Fed’s go-slow approach likely to keep USD weaker, for now
A sleepy mountain resort amid the ski fields of Wyoming becomes the focus of the currency world’s attention for a few days every year. It’s host to an economic symposium sponsored by the Federal Reserve Bank of Kansas City that attracts central bankers and finance ministers from around the world to prognosticate on the big issues of the day. This year’s event was held virtually due to Covid-19 but it was scrutinised just as closely by market participants.
Jackson Hole is known for wild variations in temperature, but in his keynote, US Federal Reserve Chairman Jay Powell served up a “not too hot, not too cold” speech that markets lapped up.
Powell had been trying to find the middle ground amid a Federal Reserve Board that is becoming increasingly split between hawks - those who believe interest rates should rise - and doves who believe they shouldn’t.
The hawks are particularly concerned that the continued use of quantitative easing (QE), a method of purchasing bonds to stimulate the economy - must end soon. Otherwise, the central bank could "really get into trouble" if it followed a "go-slow" approach to fighting inflation.1
But the doves feel that moving too fast, too soon could derail the US’s economic recovery, particularly as the virulent Delta strain sweeps through the country.
The market had expected Powell to side more with hawks and give a clearer view of when the Fed would start ‘tapering’ QE and putting upward pressure on interest rates. Indeed, so sure were hedge funds that Powell’s statement would cause the US dollar to rise that they invested heavily in the outcome, pouring $US8.4 billion into the US dollar in the lead to the symposium, compared to just $800 million the previous week.2
It was the culmination of a 3% rise in the greenback against a basket of currencies over the last three months, and an indicator of the strengthening of the US economy relative to peers.
Instead, Powell split the middle between the doves and the hawks by flagging the need for tapering but without setting a timetable for when.
As OFX Treasurer Sebastian Schinkel notes, “Powell somehow managed to acknowledge both sides of the equation and although he conceded on tapering, he made it clear that it will not translate into interest rate hikes ‘for which we have articulated a different and more stringent test’”.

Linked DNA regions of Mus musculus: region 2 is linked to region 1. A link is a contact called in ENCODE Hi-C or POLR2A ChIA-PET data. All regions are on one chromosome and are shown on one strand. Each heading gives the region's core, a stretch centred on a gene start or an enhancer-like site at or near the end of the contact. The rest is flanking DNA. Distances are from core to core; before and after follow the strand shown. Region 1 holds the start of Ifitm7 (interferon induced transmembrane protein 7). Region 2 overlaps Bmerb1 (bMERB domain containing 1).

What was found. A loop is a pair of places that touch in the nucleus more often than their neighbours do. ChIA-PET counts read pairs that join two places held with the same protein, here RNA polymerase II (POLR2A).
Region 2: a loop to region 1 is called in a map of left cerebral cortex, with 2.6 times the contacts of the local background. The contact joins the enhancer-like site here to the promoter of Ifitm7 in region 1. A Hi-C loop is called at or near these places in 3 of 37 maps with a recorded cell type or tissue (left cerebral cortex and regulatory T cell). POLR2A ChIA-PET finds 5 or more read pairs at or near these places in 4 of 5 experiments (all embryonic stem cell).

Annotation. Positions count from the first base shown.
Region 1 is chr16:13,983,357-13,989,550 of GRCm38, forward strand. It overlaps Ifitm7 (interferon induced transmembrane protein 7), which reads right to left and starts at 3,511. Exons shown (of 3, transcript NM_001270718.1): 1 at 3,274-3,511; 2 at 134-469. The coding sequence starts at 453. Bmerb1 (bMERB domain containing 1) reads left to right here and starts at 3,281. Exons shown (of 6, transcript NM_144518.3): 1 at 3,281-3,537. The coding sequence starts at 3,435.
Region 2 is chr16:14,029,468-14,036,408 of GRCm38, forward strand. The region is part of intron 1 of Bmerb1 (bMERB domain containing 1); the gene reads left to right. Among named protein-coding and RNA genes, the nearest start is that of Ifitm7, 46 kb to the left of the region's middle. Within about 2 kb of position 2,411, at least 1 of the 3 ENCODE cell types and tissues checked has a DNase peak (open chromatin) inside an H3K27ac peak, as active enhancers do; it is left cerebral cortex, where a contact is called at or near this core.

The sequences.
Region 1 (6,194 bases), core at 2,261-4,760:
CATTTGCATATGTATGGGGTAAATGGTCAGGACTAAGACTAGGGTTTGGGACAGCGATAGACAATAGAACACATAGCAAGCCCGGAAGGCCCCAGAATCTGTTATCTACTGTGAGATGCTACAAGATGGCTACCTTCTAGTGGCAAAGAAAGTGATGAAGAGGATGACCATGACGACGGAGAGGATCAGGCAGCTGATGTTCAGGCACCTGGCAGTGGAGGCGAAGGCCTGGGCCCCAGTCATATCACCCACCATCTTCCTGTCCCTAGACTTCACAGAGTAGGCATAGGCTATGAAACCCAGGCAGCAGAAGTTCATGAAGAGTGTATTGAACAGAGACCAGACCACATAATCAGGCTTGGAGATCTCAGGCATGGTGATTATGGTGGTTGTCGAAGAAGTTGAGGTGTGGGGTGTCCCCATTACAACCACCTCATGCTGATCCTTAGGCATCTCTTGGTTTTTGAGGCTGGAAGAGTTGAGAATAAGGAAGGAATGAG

That sent the US stock market to new highs and caused bond yields to fall as investors cheered the prospect of continued stimulus. (A higher stock market and lower bond yields are typically both correlated to a lower US dollar.)
The US dollar index fell 0.5% following the speech as investors sold off the dollar in search of better returns elsewhere.
Two factors appear to have swayed the Fed’s thinking.
First, the Delta variant continues to impact the US economy, with the Southeast particularly badly affected. Many workers still haven’t returned to offices, meaning central business districts still haven’t fully recovered. Consumer sentiment recorded its biggest fall in a decade3 in August as the high infection rate quashed hopes of a full reopening.
A record number of job openings is also crimping the economy, as workers continue to stay home out of fear for their health, or because unemployment benefits continue to be generous relative to pre-Covid.4 The Federal Reserve has stated that it will keep rates accommodative until it sees the economy return to “maximum employment”5, a subjective term which is more based on art than science. Disappointing August employment figures indicated the Fed is still yet to reach that target. That hiring gap along with supply chain issues due to Delta is filtering through to higher inflation. Fuel, food and many services are seeing price spikes,6 another factor behind tumbling consumer sentiment.
So, the Federal Reserve needs to determine whether rising inflation is an issue that will need to be controlled with interest rates or if it is just a transitory phase as the economy returns to normal.
Growth rates remain high at 6.6% annualised, according to the latest quarterly data and in a normal world the Fed would be putting on the brakes by raising interest rates. That would likely push the US dollar higher relative to peers but, for now, it appears the Fed is less worried about the economy getting too hot than the prospect of it going cold.
The next Federal Reserve meeting on September 22, may be the trigger for more currency volatility depending on whether the hawks or the doves gain ascendancy.
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